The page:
UGA SNAP-ED team creates two interventions for national SNAP-ED Toolkit

By for CAES News

Two interventions created by the University of Georgia Supplemental Nutrition Assistance Program Education (SNAP-Ed) team have been added to the national SNAP-Ed Toolkit.

Both Food eTalk and Food Talk: Better U are included in the United States Department of Agriculture SNAP-Ed Toolkit, a collection of evidence-based interventions designed to improve the lives of SNAP-eligible participants by encouraging healthy food and lifestyle choices.

Both curricula were classified as research-tested, evidence-based interventions. 

While many people know that SNAP provides resources for millions of Americans in need of food assistance, most are less familiar with SNAP Education SNAP-Ed, the program that teaches Americans using SNAP how to lead healthier lives at home, in school and at work. The program aims to increase the likelihood that participants will choose physically active lifestyles and make healthy food choices.

UGA SNAP-Ed is delivered through the UGA Cooperative Extension network in partnership with diverse stakeholders and communities across the state.

“This is a significant milestone for UGA SNAP-Ed, attesting to the quality and strength of our unique strategies combining rigorous systematic evaluation and collective capacity of UGA and UGA Cooperative Extension to develop and implement innovative, evidence-based, culturally-tailored nutrition education and obesity prevention for low-income Georgians,” said Jung Sun Lee, UGA Athletic Association professor in the College of Family and Consumer Sciences. “This accomplishment would not have been possible without the wonderful support from our funders and the hard work of all involved faculty, staff and graduate students. We look forward to our continued achievements to promote healthy eating and active lifestyles of Georgians in coming years.”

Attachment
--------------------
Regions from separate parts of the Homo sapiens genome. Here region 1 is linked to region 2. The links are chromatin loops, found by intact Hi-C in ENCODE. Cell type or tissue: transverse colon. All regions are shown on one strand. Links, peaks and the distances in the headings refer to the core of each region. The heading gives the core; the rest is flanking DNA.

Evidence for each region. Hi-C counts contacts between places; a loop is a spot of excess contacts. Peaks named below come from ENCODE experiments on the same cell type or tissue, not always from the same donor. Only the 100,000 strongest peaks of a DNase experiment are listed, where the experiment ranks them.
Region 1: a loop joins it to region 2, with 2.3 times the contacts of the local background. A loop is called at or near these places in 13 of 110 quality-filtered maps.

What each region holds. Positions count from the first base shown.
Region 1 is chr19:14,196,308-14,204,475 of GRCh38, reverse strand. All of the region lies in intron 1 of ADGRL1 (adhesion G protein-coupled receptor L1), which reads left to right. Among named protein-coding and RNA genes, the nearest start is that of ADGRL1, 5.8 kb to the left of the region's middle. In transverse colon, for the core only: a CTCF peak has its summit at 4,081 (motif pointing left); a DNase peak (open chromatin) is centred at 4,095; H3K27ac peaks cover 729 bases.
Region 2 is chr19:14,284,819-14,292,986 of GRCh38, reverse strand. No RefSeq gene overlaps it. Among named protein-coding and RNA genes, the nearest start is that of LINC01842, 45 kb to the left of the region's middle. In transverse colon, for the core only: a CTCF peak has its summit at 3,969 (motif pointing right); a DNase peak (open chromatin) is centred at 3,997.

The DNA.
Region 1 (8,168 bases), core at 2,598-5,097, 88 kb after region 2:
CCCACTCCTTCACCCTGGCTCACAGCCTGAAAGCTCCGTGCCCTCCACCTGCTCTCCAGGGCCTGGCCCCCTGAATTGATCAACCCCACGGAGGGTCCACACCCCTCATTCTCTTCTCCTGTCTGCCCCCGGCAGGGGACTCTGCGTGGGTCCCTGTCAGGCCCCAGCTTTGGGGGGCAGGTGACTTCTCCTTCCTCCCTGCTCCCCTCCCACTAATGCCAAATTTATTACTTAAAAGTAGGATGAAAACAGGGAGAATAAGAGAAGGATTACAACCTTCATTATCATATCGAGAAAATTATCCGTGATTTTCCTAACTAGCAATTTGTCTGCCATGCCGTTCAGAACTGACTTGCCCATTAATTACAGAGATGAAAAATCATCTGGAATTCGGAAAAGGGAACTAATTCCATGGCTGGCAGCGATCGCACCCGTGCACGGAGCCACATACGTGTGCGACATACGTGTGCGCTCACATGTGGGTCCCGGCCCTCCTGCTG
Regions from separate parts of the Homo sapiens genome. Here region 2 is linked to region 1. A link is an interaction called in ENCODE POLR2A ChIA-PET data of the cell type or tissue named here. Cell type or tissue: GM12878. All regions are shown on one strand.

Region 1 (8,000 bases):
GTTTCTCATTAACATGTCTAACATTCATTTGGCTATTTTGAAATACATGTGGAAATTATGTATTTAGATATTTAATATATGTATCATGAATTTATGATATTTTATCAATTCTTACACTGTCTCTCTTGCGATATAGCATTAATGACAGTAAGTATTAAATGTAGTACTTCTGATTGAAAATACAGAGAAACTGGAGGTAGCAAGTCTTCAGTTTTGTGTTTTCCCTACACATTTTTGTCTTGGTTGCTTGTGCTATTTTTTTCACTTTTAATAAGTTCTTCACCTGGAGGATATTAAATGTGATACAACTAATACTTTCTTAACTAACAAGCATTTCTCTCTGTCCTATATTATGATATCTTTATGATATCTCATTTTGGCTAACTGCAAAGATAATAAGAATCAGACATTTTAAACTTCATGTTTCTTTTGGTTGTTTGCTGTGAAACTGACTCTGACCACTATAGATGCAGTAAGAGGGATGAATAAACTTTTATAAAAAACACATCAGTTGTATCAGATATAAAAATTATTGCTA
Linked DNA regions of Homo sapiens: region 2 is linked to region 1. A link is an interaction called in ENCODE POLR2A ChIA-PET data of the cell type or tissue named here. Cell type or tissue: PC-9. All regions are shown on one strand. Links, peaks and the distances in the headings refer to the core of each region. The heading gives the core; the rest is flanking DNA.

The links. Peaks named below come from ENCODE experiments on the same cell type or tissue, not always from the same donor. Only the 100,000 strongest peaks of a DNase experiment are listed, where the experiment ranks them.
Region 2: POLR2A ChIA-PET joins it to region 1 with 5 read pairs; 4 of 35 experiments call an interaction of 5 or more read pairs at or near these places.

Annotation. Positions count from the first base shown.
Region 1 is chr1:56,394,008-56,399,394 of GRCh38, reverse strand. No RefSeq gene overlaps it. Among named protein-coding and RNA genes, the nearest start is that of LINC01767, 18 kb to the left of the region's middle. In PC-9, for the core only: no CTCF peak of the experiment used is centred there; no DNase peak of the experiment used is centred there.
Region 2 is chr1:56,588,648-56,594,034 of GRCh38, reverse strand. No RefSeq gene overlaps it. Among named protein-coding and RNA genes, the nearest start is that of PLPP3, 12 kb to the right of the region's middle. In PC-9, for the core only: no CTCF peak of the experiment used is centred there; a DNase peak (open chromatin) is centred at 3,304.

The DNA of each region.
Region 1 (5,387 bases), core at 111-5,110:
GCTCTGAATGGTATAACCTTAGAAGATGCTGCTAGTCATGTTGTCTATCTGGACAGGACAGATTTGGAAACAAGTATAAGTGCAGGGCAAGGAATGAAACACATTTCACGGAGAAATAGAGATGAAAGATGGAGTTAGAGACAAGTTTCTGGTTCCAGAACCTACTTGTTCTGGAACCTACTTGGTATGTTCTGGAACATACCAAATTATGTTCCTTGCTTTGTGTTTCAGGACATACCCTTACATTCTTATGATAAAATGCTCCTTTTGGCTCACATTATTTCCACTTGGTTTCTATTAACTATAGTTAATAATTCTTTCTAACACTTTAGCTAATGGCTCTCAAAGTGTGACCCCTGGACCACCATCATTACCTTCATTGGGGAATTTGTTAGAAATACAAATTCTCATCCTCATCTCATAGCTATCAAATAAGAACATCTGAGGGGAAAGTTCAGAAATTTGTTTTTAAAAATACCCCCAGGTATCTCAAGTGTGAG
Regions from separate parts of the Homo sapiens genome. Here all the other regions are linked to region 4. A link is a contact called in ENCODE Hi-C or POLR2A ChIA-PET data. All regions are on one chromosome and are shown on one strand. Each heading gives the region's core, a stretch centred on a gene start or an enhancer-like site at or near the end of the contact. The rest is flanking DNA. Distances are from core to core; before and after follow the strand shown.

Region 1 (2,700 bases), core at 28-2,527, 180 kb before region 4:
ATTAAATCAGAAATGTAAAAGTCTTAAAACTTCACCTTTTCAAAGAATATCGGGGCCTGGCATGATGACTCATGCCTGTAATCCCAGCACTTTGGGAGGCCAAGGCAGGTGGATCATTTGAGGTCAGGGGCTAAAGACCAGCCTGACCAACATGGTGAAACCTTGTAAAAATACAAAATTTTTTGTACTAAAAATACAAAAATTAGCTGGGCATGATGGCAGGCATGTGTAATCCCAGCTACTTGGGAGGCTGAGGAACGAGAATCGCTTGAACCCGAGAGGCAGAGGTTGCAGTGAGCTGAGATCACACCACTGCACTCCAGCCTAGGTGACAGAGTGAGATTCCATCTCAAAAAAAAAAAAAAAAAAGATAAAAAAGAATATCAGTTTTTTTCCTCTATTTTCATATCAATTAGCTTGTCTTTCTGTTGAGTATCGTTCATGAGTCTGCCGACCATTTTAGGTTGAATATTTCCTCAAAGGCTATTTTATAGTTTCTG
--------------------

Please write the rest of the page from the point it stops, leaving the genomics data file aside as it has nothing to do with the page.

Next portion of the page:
Food eTalk is an innovative, user-centered, smartphone-based eLearning nutrition education program tailored to the specific access and content needs of SNAP-eligible adult Georgians.

The program features six 10-minute interactive lessons, cooking videos and just-in-time learning videos. It includes a mobile-first interface, user-friendly navigation and even a Southern-accented voiceover, in addition to lessons focused on sodium reduction, increasing intake of fruits and vegetables, food resource management principles and food safety.

Food Talk: Better U is a series of four 90-minute classes taught by paraprofessionals focusing on improving healthy weight management practices tailored for SNAP-eligible adult Georgians.

The curriculum includes both nutrition and physical activity components as weight management and obesity prevention strategies and helps participants improve portion control, decrease intake of sugar-sweetened beverages and make better food choices.

Each class includes a sharing session, an instructional lesson, physical activity, goal-setting, a cooking demonstration and taste-testing featuring healthy versions of traditional Southern dishes.

All interventions in the SNAP-Ed Toolkit were reviewed in a collaboration between USDA’s Food and Nutrition Service (FNS); the Association of SNAP Nutrition Education Administrators (ASNNA); and the National Collaborative on Childhood Obesity Research (NCCOR), a partnership between the Centers for Disease Control and Prevention, the National Institutes of Health, the Robert Wood Johnson Foundation and the USDA.

The UGA SNAP-Ed program reaches around 2 million Georgians a year through direct, online and social marketing interventions and has received more than $20 million in funding since its founding in 2013.

For more about the national impact of UGA Extension’s partnership with SNAP-Ed, visit www.fcs.uga.edu/extension/uga-snap-ed.

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